Back to the story, and back to the misery. Rick and his soulless, bad-acting friends all get together at the Bodega Bay hotel and - oh my! - he just happens to be studying means of creating artificial life. Puppets that come to life...scientists at shady corporations looking in to giving life to inanimate objects...it all falls into place! Except it doesn't, because a heavy-handed script filled with lame dialogue and minimal characterisation means any sense of an understandable movie is thrown out the window. THROWN AWAY! Anyway, Rick - a young, blond-haired, gormless type of guy - and his faceless friends turn up and something convoluted happens. I don't really remember because I stopped paying real attention after five or ten minutes. It doesn't take long for the happy group of clowns to find Blade, and rather than run in horror, they're bemused by the wacky creation and end up finding all the other puppets, conveniently stashed away with a diary by the original puppet master, Andre Toulon. In an insane twist, the brain juice plot comes back, as Rick injects the puppets with his secret liquid (sorry, that's the last time I'll use childish innuendo I'll use in this review) and they all come back to life. He tests them, trains them up and it looks like everyone will live happily ever after...but not for long! Another demon - like the one that killed the two doctors - turns up at the hotel. Hopefully he will kill everyone!

One of the girls hanging out at the Bay (my apologies for writing that) tries to contact Toulon from beyond the grave, but instead is taken over by Sutek and the promise of death for all is made. Fingers crossed! For a while it looks good; one of Rick's friends is killed by a mini-demon - but then things go horribly wrong, when Toulon warns the puppets of the impending doom. Soon after Tunneler (a puppet who can, uh, tunnel his way through things) ends up killing one of the members of Sutek's miniature army, which makes the death of Rick and his friends a lot less likely. Damn you, Toulon! Meanwhile, Rick is introduced to a new puppet - Decapatron, a futuristic robot-type puppet. Although there has been no mention of this puppet in any of the preceding Puppet Master movies, his arrival is treated as if everyone should know who this puppet is. Great. Things get even worse as Six Shooter (a cowboy-style puppet) ends up killing another of Sutek's evil demons. To sum things up - because I'm getting ridiculously bored with this review, seeing as it's turning into a lengthy synopsis of the movie - Decapatron is brought to life (he needs electricity, not brain juice) and destroys another of Sutek's demons.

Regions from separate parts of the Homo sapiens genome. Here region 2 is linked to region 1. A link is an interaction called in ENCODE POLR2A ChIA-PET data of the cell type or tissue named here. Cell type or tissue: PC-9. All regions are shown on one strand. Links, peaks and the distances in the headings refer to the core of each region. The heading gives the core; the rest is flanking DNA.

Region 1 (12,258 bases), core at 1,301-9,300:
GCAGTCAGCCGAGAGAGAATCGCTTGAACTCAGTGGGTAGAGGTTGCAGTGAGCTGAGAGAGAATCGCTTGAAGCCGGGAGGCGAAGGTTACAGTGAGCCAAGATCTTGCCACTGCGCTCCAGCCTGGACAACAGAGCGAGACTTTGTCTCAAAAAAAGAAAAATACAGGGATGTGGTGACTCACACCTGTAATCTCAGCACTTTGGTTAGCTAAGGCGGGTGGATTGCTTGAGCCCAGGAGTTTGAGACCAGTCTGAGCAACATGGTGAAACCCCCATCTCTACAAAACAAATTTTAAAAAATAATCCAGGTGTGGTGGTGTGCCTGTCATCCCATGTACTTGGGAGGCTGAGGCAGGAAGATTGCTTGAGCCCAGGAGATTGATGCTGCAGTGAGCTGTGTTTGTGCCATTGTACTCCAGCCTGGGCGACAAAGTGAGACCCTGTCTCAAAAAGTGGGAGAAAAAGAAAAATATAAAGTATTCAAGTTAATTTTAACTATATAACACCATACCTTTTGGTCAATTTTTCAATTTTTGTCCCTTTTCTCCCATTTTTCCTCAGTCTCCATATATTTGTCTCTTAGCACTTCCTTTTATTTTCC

The movie ends quite quickly after this, and is followed by, somewhat obviously, Puppet Master V, which was amusingly called The Final Chapter. But by some strange twist of fate, Puppet Master V: The Final Chapter was followed by Curse Of The Puppet Master and the rage-inducing Retro Puppet Master. And yes, there's another movie after that! It just gets worse and worse! The fifth movie was shot in a similar back-to-back way as the second and third Back To The Future installments, in that the action, if you can call it that, between the fourth and fifth Puppet Master movies takes place without any gap in time. But that's all I'll say about the next wooden kill-beast movie, because there'll be a review of it up on this site sometime in the future. I know that idea probably fills you with dread, but it's a better idea than Ross writing a follow-up to his A.I. review. I joked with him that he should write a follow-up article about that movie, because it would give me enough content to update this site with until 2155. It wasn't a very funny joke. Then again, on this site, would you expect anything less? Such clever humour!